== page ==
PSNI assessment of IRA Army Council relationship with Sinn Fein remains unchanged says Chief Constable Simon Byrne

The Chief Constable has said the PSNI still stands over the 2015 Assessment of Paramilitary groups which asserts an ongoing relationship between the IRA Army Council and Sinn Fein.

Thursday, 1st April 2021, 11:16 pm
Updated Friday, 2nd April 2021, 8:08 am
PSNI Chief Constable Simon Byrne speaks during a press conference about prosecutions in relation to the Bobby Storey funeral in June.

Simon Byrne told the News Letter that the ongoing role of loyalist and republican paramilitaries in Northern Ireland politics is still “very relevant” and “a shame” in light of twenty years having passed since the Patten Report envisioned a fresh start to policing.

He was speaking as the PSNI comes under intense fire following a decision by the Public Prosecution Service not to pursue prosecutions against 24 Sinn Fein members who attended the funeral of former IRA director of Intelligence Bobby Storey, despite strict coronavirus restrictions.

Speaking to the media after the Policing Board meeting today, Mr Byrne was quizzed about the impact of paramilitary groups on NI politics and day-to-day policing, amid claims that authorities may be concerned about pursuing prosecutions in case it might upset the political process.

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Mr Byrne was asked about the Loyalist Communities Council’s recent engagement with government and the DUP and the repeated affirmation by the PSNI in recent years of their 2015 assessment of the IRA Army Council’s ongoing relationship with Sinn Fein.

This paper asked Mr Byrne if the influence of loyalist and republican paramilitaries has receded or increased since the 2015 ‘Assessment of Paramilitary Groups in Northern Ireland’, and how difficult the political dimension of this - including events of this week - make maintaining the normal rule of law?

Mr Byrne replied: “In relation to that 2015 assessment my judgement - our judgement - is that nothing has changed...as we sit here tonight we don’t see any departure from that assessment.

“In terms of the politics it is obviously very relevant - in that in the 20th anniversary year of our [PSNI] establishment many of us will go back to the Patten Report that sets in train this organisation. And at the heart of it was the desire to separate politics from policing and it is a shame that we are now in a situation where politics and policing have collided.”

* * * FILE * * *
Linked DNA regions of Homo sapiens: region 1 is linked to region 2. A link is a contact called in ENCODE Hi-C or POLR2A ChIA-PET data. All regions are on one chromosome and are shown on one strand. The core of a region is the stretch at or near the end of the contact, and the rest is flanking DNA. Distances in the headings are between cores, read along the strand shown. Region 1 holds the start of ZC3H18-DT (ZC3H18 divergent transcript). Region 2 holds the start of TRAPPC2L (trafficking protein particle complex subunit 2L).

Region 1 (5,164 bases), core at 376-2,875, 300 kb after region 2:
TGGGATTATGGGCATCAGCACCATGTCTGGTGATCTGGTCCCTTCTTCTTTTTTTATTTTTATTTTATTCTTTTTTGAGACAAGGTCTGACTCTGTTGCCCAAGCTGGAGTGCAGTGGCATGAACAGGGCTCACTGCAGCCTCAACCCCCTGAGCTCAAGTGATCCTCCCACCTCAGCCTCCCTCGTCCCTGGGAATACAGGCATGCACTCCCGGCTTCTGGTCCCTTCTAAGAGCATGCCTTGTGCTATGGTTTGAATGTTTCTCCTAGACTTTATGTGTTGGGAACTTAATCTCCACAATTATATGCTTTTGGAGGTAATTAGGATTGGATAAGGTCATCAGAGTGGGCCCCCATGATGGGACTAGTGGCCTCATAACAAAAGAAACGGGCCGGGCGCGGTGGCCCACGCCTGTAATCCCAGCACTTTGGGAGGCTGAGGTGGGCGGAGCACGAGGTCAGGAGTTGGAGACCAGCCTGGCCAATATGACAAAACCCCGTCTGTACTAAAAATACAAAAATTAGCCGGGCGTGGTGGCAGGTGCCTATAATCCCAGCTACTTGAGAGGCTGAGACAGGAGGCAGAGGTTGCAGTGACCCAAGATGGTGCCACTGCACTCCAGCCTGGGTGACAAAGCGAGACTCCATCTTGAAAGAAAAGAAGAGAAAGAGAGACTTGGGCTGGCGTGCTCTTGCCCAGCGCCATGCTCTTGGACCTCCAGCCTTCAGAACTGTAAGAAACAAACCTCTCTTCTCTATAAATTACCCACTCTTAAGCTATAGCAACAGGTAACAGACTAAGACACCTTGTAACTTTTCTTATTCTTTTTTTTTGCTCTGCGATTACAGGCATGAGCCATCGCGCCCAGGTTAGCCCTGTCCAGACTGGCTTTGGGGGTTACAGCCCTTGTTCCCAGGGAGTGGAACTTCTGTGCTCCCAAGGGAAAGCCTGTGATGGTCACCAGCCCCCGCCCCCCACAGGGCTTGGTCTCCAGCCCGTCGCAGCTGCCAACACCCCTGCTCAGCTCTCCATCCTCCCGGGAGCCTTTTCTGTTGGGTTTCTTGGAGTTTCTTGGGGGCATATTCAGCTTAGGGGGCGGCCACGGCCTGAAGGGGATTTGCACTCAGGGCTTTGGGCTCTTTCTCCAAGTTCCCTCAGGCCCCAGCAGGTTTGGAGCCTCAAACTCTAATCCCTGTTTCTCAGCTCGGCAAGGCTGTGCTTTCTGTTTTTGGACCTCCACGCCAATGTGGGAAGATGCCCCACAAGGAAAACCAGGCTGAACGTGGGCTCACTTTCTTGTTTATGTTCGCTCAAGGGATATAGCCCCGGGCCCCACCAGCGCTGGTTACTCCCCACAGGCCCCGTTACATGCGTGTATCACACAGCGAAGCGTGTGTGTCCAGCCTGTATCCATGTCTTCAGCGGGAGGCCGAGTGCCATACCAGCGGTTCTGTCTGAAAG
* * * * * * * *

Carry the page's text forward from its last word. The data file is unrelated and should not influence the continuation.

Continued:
But his job is to deliver operational policing, he added: “I am determined to keep doing that and to rebuild relationships because I am not a quitter.”

The 2015 ‘Assessment of Paramilitary Groups in Northern Ireland’ said that the PIRA Army Council was still overseeing both Sinn Fein and the remaining structures of the terror organisation with an “over arching strategy”.

The report said: “PIRA members believe that the PAC [Provisional Army Council] oversees both PIRA and Sinn Fein with an overarching strategy”.

The government report, published in 2015 and based on PSNI and MI5 assessments, concluded that the second largest political party in both Northern Ireland and – now the Republic of Ireland also – continues to be overseen by the deadliest terror group of the Troubles, which although much reduced in scale and “committed to the peace process”, still has “specific” departments and “regional command structures”, gathers intelligence, retains weapons and has been involved in “isolated incidents of violence, including murders”.

The report was prompted by the murder of former IRA man Kevin McGuigan in Belfast in 2015. In the wake of the murder, then Chief Constable George Hamilton said the Provisional IRA still exists and that some of its members were involved in the killing.

The Loyalist Communities Council (LCC) is an entirely lawful body founded by Tony Blair aide Jonathan Powell in 2015. However it has representatives from the UVF, UDA and Red Hand Commando, all proscribed loyalist terrorist groups. Sinn Fein recently criticised DUP leader Arlene Foster for meeting the LCC to discuss the Northern Ireland Protocol. The Northern Ireland Office also faced stiff criticism after meeting the LCC on the same issue.

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